Research careers

Research support

Research Support Services in universities help improve the research performance of Higher Education institutions. They support academic researchers and their institutions with activities including sourcing funding and writing grant applications, developing new PhD programmes, managing research programmes, and the commercialisation of a university’s research.

Some staff work freelance or for a specialist consultancy, supporting private or third sector researchers in a similar fashion. You could also work for a private sector company which writes funding bids for a wider variety of clients, or write grant applications for funding to support the work of a charity, NGO, or social enterprise.

Types of graduate roles

Staff working in Research Support in Higher Education assist with a range of activities and roles, including:

  • Finding funding and grant writing
  • Intellectual property and patents
  • Overseeing contracts for collaborations
  • Ethics
  • Knowledge transfer
  • Developing new PhD programmes
  • Commercialisation

If you want to find out more what sorts of careers might be available in research support services, see examples of this area of work on the website of the University of Sheffield's Research Services department (see ‘Useful websites’ below). Research Services departments (and what they are called) do vary between institutions, so explore a variety to get an accurate overview.

A good way to find out about these careers is to contact people doing the roles, and ask for a short meeting. It’s important to remember that in these roles, you will not be acting as a researcher: for example, in a university, you will be supporting and helping academic researchers in putting together their proposals, or facilitating the impact of their research.

Entry points

Most people start their career as a trainee or junior bid writer. For research funding roles or roles in a university, it may be a requirement that candidates have a track record in successfully securing funding, making this role likely to be more suitable for PhD graduates or research staff looking for a career change.

However, an alternative entry route may be to gain an administrative support role in a university’s Research Services department and move into a ‘specialist’ role such as bid writing or other research service function. It is possible to become a junior/trainee bid writer with a specialist bid writing company, providing their writing services to client companies who are seeking to tender for business contracts.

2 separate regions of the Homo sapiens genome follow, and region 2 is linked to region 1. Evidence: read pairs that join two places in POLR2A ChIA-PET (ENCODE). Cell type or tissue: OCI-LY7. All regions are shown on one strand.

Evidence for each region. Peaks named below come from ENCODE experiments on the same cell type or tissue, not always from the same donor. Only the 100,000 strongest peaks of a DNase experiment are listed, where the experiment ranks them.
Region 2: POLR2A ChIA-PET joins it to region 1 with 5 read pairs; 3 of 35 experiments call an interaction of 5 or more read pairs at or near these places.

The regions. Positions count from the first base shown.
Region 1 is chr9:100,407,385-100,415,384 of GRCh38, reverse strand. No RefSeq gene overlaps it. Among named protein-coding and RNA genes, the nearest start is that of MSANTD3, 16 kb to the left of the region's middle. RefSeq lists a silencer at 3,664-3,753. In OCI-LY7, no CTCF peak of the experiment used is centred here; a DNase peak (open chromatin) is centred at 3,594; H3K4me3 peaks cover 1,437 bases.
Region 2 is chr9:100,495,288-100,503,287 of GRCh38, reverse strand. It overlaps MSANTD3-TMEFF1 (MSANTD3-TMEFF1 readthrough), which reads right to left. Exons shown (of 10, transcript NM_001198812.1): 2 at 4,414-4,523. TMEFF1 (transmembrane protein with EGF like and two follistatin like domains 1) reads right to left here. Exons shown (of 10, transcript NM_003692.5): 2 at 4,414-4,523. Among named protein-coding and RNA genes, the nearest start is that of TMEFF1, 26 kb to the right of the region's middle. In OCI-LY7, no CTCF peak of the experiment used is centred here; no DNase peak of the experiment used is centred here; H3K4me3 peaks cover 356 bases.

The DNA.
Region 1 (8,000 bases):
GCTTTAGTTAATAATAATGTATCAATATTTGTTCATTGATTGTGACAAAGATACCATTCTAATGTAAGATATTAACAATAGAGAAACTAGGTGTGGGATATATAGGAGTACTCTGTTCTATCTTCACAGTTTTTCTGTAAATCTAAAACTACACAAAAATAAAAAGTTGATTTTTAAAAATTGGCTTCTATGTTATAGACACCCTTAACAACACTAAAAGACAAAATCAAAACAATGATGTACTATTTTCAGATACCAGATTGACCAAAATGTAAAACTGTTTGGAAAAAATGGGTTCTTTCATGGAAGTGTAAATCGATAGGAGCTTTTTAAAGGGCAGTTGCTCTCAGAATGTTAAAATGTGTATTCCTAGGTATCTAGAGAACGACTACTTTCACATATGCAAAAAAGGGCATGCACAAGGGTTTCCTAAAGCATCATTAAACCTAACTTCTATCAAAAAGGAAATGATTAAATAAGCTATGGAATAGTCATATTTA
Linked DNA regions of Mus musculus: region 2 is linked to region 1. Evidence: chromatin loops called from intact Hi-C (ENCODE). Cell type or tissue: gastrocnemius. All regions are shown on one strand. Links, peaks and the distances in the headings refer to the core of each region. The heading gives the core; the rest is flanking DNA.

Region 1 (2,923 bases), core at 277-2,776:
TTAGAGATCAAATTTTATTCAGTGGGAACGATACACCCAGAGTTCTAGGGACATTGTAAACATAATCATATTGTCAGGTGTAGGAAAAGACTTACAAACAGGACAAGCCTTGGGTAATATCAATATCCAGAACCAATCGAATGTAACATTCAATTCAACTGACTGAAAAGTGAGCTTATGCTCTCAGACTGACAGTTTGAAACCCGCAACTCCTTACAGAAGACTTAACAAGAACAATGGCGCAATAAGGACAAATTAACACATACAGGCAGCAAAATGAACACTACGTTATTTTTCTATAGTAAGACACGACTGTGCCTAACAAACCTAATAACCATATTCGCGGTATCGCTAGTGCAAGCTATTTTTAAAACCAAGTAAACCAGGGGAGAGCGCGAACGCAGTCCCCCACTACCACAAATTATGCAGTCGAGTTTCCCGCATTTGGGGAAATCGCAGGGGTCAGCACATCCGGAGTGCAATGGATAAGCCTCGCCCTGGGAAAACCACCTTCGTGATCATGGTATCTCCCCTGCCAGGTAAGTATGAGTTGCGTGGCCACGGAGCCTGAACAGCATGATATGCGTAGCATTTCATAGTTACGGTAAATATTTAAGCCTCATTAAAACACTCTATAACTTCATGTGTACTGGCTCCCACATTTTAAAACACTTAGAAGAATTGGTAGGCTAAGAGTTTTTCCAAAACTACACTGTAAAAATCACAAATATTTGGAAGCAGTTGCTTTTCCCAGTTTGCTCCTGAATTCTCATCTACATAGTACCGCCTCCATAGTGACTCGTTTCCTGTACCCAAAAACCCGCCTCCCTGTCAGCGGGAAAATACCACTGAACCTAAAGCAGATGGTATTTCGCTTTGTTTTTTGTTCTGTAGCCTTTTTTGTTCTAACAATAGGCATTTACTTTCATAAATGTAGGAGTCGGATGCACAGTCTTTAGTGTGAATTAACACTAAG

Skills and experience required

Whilst a science or engineering degree is usually an advantage, some employers may recruit non-science graduates who demonstrate an aptitude for research, analysis, problem-solving, and the ability distil and communicate complex ideas to a non-specialist audience. For some roles, a postgraduate qualification may be desirable or essential.

Whilst being able to write a persuasive grant proposal is an essential skill, excellent interpersonal skills are often equally important. You will need good research and networking skills to identify funding opportunities. In addition to applying for research funding, grant writers may apply for funding to support the work or continuation of charity, NGO, or social enterprise.

Since research is increasingly collaborative, you are likely to be required to identify and build relationships with potential partners. You will need to liaise with funding bodies, and a wide variety of research stakeholders. Excellent planning and organising skills are a must, as grant writers are responsible for managing and requiring the grant writing process from beginning to end.

Use the ‘Useful websites’ at the end of this article to find job profiles and vacancies to get further insight into what specific employers are looking for.

Job search strategies

Look for jobs on the jobs webpages of individual universities or specialist bid writing companies. Higher Education jobs are also advertised in relevant journals such as the Times Higher Education Supplement and the jobs.ac.uk website (see useful links below).

Useful websites for further information
GORS - Government Operational Research
Employs around 500 analysts, supporting policy-making, strategy and operations.
Jobs.ac.uk
Jobs in higher education, including teaching, academic research, PhD opportunities, administration and student services roles.
Operational research - Civil Service
Civil Service scheme aimed at science and maths graduates, interested in finding solutions to government policy making and resolving complex management problems.
Operational Research Society
Includes a training learning and careers section.
PSCI-Comm
This mailing list is a great way to keep up to date on a variety of science communication topics and careers.
Scicommjobs
Stay up to date on a variety of science communication topics and careers.
Science - article
This article in Science has several career case studies of grant writers.
Times Higher Education
Includes news along with academic and administrative jobs.
UCAS - article
How to Become A Bid Writer.
University of Sheffield Research Services
Explore the typical activities of a university research services department.
See also

Related information in the following sector:


  • Higher education - work in universities and other types of institutions of higher education

Last updated: 18 Jan 2019